The Perpetual Art Machine (also known as [PAM]) started as an open source Web 2.0 research and archive project. The creators—artists Aaron Miller, Chris Borkowski, Lee Wells and Raphaele Shirley—programmed [PAM] for Scope New York in 2006. Just a few years later, [PAM] has traveled around the continental U.S. and throughout Europe, featuring the video art of more than 300 creative minds from more than 50 countries.
Certain endeavors—sports, art, music, chess—serve as bridges between countries and cultures. Their universality creates an understanding between all involved. The difficulty of these exchanges, however, is in establishing a context. Programs need to accompany the goods, so to speak, to make an effective connection.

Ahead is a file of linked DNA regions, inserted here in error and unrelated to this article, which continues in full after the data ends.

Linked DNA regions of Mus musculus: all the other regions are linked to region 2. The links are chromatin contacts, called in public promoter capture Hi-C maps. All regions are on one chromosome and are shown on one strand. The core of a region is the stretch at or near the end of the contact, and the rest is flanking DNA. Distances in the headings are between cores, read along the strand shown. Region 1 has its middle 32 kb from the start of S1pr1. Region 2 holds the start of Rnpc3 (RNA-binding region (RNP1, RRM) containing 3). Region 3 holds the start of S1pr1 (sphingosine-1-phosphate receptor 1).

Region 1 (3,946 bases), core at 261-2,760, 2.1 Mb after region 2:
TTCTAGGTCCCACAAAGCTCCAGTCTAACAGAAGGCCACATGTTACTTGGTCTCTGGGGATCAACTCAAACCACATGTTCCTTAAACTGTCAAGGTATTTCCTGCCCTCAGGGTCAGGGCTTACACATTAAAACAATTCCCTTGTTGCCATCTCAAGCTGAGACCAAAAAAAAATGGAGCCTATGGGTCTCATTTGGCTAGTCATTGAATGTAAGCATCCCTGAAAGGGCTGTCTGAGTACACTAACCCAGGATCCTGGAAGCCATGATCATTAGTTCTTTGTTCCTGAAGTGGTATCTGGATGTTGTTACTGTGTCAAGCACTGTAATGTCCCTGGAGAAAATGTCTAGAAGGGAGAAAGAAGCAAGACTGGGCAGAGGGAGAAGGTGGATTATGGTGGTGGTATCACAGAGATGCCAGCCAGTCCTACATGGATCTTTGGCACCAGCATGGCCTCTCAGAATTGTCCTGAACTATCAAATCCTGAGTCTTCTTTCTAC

When Natalie Goldberg’s Writing Down the Bones was published in 1986, it tapped into a vein most would-be writers weren't aware existed. Practically singlehandedly, Goldberg began the "Just Write" movement. By the early '90s, one couldn’t find a table at a coffee shop because each had been commandeered by a Goldberg devotee, frantically scribbling down his or her own bones.